I read this for my thesis, which is on the topic of contemporary memoirs written by women. This is easily my favorite out of the stack of memoirs currently sitting on my desk. Elna Baker is a warm, insightful, and funny twentysomething trying to make it in New York. She’s also struggling to reconcile her Mormon faith with her desire for a twenty-first century dating life.
I won’t give you the full thesis treatment, but I will say this: Elna Baker knows who she is and she doesn’t want to compromise that for anyone else. Sure, she has moments of doubt — who doesn’t? — but she consistently bucks against the people in her life who ask her to sacrifice her sense of self for their sake. She struggles to accept the futility of a relationship with an atheist unwilling to accept the celibacy that comes with her Mormonism, but she also refuses to settle for a man simply because he shares her religion.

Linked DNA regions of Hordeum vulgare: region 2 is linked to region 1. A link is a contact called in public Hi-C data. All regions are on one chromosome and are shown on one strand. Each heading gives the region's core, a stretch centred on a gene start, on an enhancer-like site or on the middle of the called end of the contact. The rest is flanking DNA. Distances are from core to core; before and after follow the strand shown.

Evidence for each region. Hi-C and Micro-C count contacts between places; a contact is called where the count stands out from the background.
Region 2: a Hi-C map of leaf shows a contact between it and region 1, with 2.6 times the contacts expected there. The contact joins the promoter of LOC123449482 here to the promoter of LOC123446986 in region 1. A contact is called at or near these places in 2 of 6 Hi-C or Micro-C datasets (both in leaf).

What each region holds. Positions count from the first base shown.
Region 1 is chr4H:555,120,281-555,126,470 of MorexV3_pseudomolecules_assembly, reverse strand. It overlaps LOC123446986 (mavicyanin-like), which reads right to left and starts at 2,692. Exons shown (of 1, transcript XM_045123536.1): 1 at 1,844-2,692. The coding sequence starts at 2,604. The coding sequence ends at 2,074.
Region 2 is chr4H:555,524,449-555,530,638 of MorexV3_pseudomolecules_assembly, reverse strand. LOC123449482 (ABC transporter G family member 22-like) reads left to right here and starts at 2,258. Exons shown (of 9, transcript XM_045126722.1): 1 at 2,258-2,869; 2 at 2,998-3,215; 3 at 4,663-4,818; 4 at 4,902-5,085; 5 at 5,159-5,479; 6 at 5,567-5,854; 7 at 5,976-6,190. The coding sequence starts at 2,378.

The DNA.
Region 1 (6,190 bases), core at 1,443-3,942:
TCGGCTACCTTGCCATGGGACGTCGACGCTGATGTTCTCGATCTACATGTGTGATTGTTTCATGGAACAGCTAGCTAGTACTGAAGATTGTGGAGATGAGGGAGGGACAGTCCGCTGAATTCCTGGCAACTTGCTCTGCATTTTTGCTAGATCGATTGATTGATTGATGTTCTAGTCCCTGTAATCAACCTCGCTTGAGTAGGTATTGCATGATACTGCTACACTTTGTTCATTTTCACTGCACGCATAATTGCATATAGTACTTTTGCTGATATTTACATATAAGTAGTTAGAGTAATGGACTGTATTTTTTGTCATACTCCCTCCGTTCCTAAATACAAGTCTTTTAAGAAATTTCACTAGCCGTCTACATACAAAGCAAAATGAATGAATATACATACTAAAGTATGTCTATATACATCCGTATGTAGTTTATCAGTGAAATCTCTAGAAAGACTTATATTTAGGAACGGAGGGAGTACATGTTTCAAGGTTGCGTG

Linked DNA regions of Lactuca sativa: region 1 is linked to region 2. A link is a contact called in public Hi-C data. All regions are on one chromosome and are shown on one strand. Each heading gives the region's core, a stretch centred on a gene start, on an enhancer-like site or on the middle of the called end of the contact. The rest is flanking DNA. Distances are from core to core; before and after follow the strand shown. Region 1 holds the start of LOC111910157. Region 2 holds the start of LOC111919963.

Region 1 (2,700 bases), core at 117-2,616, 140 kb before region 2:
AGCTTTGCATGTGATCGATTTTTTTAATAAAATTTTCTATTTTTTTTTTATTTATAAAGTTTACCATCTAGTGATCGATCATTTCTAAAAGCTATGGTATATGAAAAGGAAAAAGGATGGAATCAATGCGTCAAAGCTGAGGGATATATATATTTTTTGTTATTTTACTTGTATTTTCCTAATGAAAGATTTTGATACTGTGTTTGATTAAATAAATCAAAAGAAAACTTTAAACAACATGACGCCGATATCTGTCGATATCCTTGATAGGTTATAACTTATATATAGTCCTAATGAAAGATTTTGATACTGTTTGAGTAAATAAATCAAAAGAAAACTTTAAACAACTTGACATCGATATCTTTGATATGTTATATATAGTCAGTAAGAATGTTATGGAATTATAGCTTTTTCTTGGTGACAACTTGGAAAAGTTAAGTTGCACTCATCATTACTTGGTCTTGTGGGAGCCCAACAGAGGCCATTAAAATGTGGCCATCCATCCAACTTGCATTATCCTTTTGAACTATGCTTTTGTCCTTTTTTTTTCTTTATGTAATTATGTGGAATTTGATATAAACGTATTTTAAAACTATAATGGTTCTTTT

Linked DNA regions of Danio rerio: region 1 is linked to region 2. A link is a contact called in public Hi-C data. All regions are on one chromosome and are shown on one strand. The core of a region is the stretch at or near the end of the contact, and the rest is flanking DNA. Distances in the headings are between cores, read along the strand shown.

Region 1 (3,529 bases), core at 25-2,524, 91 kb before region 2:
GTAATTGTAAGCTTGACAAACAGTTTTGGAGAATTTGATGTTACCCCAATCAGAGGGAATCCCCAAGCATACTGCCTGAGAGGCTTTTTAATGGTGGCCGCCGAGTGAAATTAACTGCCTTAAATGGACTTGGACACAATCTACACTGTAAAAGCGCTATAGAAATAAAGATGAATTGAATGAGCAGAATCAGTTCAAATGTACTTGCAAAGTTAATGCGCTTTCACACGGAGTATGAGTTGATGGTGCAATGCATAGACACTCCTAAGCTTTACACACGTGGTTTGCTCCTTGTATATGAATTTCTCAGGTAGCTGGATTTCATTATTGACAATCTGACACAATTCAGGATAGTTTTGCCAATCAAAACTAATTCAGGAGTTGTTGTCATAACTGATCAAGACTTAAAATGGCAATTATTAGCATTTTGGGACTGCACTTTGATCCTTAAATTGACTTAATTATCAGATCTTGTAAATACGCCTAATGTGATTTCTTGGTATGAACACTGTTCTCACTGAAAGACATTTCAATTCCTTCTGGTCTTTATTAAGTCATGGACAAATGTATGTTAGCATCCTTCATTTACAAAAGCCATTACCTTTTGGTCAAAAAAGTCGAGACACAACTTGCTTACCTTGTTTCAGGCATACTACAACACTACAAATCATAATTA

As someone who has gone through many significant, difficult changes in my romantic life over the last year, I have a deep respect and admiration for Baker. She is, in many ways the antithesis of Sex and the City, to which I could never relate. She wants the same things, in the end, but she manages to explore her identity without being a cliche. She also frankly addresses her self-image and her family relationships, as these both play an important role in the way she approaches relationships with men. It’s probably not for everyone, but Baker’s honest, insightful memoir truly struck a chord with me.